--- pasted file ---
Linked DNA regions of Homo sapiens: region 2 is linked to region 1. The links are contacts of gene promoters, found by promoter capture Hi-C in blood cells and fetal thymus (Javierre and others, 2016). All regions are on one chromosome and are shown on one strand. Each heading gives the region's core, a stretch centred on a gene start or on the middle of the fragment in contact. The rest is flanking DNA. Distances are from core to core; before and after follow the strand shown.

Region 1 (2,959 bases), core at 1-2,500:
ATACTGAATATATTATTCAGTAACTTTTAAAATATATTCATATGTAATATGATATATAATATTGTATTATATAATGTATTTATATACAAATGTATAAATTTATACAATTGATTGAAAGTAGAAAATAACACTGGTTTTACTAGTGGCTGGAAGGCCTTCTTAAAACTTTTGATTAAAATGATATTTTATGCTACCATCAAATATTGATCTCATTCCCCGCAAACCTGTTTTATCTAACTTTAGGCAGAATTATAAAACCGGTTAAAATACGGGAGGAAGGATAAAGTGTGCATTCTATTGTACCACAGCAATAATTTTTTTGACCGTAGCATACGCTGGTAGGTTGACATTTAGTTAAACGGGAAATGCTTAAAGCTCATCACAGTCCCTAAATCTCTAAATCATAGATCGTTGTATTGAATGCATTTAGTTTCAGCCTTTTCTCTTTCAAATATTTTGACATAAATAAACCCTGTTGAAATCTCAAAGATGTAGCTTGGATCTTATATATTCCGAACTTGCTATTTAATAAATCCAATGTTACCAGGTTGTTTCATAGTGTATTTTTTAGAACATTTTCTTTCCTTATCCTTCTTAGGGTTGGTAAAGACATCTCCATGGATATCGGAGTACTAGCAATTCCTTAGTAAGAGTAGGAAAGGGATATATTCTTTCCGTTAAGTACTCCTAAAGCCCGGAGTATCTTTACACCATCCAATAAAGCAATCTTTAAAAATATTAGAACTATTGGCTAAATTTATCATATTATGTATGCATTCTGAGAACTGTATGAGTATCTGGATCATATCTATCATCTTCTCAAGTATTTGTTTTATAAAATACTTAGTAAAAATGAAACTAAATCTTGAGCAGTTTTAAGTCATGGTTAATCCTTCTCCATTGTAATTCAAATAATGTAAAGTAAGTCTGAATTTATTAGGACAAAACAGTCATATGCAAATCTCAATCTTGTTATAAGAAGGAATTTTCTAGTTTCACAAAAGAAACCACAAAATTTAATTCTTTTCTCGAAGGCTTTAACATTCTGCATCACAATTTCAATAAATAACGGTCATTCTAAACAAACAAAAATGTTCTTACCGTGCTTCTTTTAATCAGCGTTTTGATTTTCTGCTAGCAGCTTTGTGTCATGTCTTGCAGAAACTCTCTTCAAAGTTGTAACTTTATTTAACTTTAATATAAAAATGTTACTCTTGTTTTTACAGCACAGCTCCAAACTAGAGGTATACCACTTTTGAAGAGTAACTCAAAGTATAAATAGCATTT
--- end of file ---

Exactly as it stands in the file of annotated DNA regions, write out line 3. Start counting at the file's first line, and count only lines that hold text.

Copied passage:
ATACTGAATATATTATTCAGTAACTTTTAAAATATATTCATATGTAATATGATATATAATATTGTATTATATAATGTATTTATATACAAATGTATAAATTTATACAATTGATTGAAAGTAGAAAATAACACTGGTTTTACTAGTGGCTGGAAGGCCTTCTTAAAACTTTTGATTAAAATGATATTTTATGCTACCATCAAATATTGATCTCATTCCCCGCAAACCTGTTTTATCTAACTTTAGGCAGAATTATAAAACCGGTTAAAATACGGGAGGAAGGATAAAGTGTGCATTCTATTGTACCACAGCAATAATTTTTTTGACCGTAGCATACGCTGGTAGGTTGACATTTAGTTAAACGGGAAATGCTTAAAGCTCATCACAGTCCCTAAATCTCTAAATCATAGATCGTTGTATTGAATGCATTTAGTTTCAGCCTTTTCTCTTTCAAATATTTTGACATAAATAAACCCTGTTGAAATCTCAAAGATGTAGCTTGGATCTTATATATTCCGAACTTGCTATTTAATAAATCCAATGTTACCAGGTTGTTTCATAGTGTATTTTTTAGAACATTTTCTTTCCTTATCCTTCTTAGGGTTGGTAAAGACATCTCCATGGATATCGGAGTACTAGCAATTCCTTAGTAAGAGTAGGAAAGGGATATATTCTTTCCGTTAAGTACTCCTAAAGCCCGGAGTATCTTTACACCATCCAATAAAGCAATCTTTAAAAATATTAGAACTATTGGCTAAATTTATCATATTATGTATGCATTCTGAGAACTGTATGAGTATCTGGATCATATCTATCATCTTCTCAAGTATTTGTTTTATAAAATACTTAGTAAAAATGAAACTAAATCTTGAGCAGTTTTAAGTCATGGTTAATCCTTCTCCATTGTAATTCAAATAATGTAAAGTAAGTCTGAATTTATTAGGACAAAACAGTCATATGCAAATCTCAATCTTGTTATAAGAAGGAATTTTCTAGTTTCACAAAAGAAACCACAAAATTTAATTCTTTTCTCGAAGGCTTTAACATTCTGCATCACAATTTCAATAAATAACGGTCATTCTAAACAAACAAAAATGTTCTTACCGTGCTTCTTTTAATCAGCGTTTTGATTTTCTGCTAGCAGCTTTGTGTCATGTCTTGCAGAAACTCTCTTCAAAGTTGTAACTTTATTTAACTTTAATATAAAAATGTTACTCTTGTTTTTACAGCACAGCTCCAAACTAGAGGTATACCACTTTTGAAGAGTAACTCAAAGTATAAATAGCATTT